In 2015, the legislature prohibited an agency or political subdivision from excluding from government property a concealed handgun license holder carrying a gun unless firearms are prohibited on the premises by state law.12 Moreover, the 2015 law allows individuals who believe they have been harmed by a local government violation of the state’s preemption statute to file a complaint of violation with the Texas attorney general, who may file suit against the agency or political subdivision13 to collect civil penalties14 and expenses, including attorney fees.15

Texas also limits the ability of a governmental official to enforce a municipal ordinance, order or rule regulating noise against a sport shooting range.16 See the Texas Immunity Statutes section for further information.

County Authority

Counties are also preempted from regulating: (1) the transfer, private ownership, keeping, transportation, licensing, or registration of firearms, ammunition, or firearm supplies; or (2) the discharge of a firearm at a sport shooting range.17

A commissioners court of a county (the county legislative body) is not authorized to regulate the transfer, ownership, possession, or transportation of firearms or require the registration of firearms.18

However, Texas permits the commissioners courts to regulate the discharge of firearms on lots that are “10 acres or smaller and are located in the unincorporated area of the county in a subdivision.”19

In addition, in any county building that houses a justice court, county court, county court at law, or district court, or in any office used by these courts, any person who possesses a firearm without the court’s written authorization, or without complying with any written regulation of the court, is subject to criminal liability.20

The Texas Attorney General has issued an opinion that counties may prohibit concealed handgun license holders from carrying concealed handguns in county parks,21  and that a rapid transit authority may prohibit concealed handgun licensees from carrying handguns while on public transportation.22

Texas also limits county regulation of noise associated with a sport shooting range.23 See the Texas Immunity Statutes section for further information.

Notes
  1. Tex. Local Gov’t Code § 229.001(a). ⤴︎
  2. Tex. Local Gov’t Code 229.001(c). ⤴︎
  3. Tex. Op. Att’y Gen. DM-364 (1995), 1995 Tex. AG LEXIS 94, *10-11. ⤴︎
  4. Tex. Local Gov’t Code 229.001(b). See also section 229.004 (limiting certain municipalities’ authority to regulate the discharge of certain weapons in the extraterritorial jurisdiction of the municipalities and newly annexed areas). ⤴︎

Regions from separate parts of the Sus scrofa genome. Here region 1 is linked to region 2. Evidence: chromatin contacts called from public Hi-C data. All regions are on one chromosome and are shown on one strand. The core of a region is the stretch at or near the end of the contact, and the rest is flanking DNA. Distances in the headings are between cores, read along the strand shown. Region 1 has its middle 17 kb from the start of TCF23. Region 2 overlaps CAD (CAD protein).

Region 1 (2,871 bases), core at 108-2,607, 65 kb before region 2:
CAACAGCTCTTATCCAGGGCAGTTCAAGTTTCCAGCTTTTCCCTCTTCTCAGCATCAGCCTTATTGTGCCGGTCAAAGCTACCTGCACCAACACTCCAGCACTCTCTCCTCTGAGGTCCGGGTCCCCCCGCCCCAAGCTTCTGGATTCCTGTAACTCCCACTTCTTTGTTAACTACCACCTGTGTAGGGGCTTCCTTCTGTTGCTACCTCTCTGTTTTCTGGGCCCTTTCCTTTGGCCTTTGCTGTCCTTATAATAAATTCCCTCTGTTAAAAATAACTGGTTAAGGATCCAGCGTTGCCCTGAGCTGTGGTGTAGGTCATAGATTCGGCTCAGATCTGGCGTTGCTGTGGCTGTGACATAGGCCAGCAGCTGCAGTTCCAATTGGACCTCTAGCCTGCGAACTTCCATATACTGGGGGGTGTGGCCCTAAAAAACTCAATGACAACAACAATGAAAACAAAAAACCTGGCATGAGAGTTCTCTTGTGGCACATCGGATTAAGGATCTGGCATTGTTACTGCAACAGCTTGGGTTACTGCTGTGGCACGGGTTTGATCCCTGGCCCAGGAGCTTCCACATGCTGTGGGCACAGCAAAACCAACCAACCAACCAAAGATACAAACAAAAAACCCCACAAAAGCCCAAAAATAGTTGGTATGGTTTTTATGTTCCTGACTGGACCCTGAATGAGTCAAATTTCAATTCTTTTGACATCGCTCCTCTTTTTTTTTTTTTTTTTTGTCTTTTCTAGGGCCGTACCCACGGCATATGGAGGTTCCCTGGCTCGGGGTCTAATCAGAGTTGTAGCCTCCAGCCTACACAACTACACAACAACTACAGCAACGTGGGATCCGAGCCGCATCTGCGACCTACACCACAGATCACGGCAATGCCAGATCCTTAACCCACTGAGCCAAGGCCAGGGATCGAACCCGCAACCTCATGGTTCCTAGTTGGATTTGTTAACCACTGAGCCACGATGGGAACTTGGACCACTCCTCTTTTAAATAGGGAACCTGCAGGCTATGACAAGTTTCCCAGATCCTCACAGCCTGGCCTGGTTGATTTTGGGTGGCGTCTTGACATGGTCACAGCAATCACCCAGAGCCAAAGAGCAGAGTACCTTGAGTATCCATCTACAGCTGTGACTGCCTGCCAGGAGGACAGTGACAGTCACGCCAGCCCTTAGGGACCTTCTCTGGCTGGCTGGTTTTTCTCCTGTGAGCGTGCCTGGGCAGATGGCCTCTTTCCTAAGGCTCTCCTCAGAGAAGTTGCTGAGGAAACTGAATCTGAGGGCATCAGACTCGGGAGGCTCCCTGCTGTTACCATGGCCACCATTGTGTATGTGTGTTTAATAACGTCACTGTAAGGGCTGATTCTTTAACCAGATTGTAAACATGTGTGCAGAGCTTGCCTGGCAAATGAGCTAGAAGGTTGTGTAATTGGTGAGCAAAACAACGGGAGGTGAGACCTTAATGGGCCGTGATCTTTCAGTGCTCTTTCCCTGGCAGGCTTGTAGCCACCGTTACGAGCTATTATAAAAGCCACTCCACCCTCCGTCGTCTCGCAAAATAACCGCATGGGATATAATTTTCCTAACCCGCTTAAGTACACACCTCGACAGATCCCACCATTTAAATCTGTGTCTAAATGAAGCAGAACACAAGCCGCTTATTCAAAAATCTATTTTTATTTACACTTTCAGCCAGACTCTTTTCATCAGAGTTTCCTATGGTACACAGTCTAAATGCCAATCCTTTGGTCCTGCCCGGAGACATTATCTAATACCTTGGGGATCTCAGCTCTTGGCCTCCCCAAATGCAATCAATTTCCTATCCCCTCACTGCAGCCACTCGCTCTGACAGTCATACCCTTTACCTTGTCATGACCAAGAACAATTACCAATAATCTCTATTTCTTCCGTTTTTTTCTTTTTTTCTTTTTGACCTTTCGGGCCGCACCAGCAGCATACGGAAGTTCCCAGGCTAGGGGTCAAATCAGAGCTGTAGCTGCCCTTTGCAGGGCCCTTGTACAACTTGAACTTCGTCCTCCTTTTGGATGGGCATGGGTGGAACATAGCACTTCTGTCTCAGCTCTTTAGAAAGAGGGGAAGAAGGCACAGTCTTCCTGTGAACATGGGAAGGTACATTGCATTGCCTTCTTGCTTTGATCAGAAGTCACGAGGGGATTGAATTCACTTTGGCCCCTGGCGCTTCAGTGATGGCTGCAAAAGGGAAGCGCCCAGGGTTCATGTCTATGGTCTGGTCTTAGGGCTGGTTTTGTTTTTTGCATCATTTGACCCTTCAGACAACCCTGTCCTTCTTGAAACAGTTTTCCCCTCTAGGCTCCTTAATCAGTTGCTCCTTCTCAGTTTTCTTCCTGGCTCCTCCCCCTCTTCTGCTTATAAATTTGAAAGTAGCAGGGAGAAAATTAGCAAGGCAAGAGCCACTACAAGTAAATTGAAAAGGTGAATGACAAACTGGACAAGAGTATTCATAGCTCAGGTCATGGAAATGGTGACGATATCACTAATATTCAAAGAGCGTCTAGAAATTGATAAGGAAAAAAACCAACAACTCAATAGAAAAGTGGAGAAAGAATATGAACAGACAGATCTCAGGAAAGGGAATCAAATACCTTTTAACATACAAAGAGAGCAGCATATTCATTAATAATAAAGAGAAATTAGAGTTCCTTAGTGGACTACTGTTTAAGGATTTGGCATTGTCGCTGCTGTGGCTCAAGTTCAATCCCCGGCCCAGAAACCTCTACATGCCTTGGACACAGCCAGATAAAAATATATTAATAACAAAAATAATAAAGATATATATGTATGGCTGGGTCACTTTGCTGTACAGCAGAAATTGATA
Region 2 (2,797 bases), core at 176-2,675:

5. See also, Tex. Local Gov’t Code §§ 342.003(a)(8), 342.003(b) (under Fire Regulations statute, subject to preemption restrictions (Tex. Local Gov’t Code § 229.001), a municipality may “prohibit or otherwise regulate the use of fireworks and firearms….” ⤴︎
  6. Tex. Local Gov’t Code § 215.001 (now section 229.001); Texas Ltr. Op. Att’y Gen. 94-56 (1994), 1994 Tex. AG LEXIS 13. ⤴︎
  7. Id. at *2. ⤴︎
  8. Id. ⤴︎
  9. Id. at *3-4. ⤴︎
  10. Tex. Op. Att’y Gen. GA-0862 (2011), 2011 Tex. AG LEXIS 33. ⤴︎
  11. Tex. Op. Att’y Gen. DM-71 (1991), 1991 Tex. AG LEXIS 87, *10. ⤴︎
  12. Tex. Gov’t Code § 411.209(a); see, 2015 Tex. Op. Att’y Gen. KP-0049 (Texas Attorney General found that section 411.209 would prevent a governmental entity from prohibiting handguns from a place where handguns may be lawfully carried “through oral or written notice that does not conform” to statutory language). ⤴︎
  13. Tex. Gov’t Code § 411.209(d)-(f). ⤴︎
  14. Tex. Gov’t Code § 411.209(b) (civil penalties of $1,000-$1,500 for the first violation, $10,000-$10,500 for the second violation), (c) (“Each day of a continuing violation … constitutes a separate violation”). ⤴︎
  15. Tex. Gov’t Code § 411.209(g) (also, “court costs …, investigative costs, witness fees, and deposition costs”). ⤴︎
  16. Tex. Local Gov’t Code § 250.001. ⤴︎
  17. Tex. Local Gov’t Code § 236.002. ⤴︎
  18. Tex. Local Gov’t Code § 235.023. ⤴︎
  19. Tex. Local Gov’t Code § 235.022. ⤴︎
  20. Tex. Local Gov’t Code § 291.010(c). ⤴︎
  21. Tex. Op. Att’y Gen. DM-364 (1995), 1995 Tex. AG LEXIS 94, *11; Tex. Local Gov’t Code § 331.007. ⤴︎
  22. Tex. Op. Att’y Gen. DM-364 (1995), 1995 Tex. AG LEXIS 94, at *4-6. ⤴︎
  23. Tex. Local Gov’t Code § 250.001. ⤴︎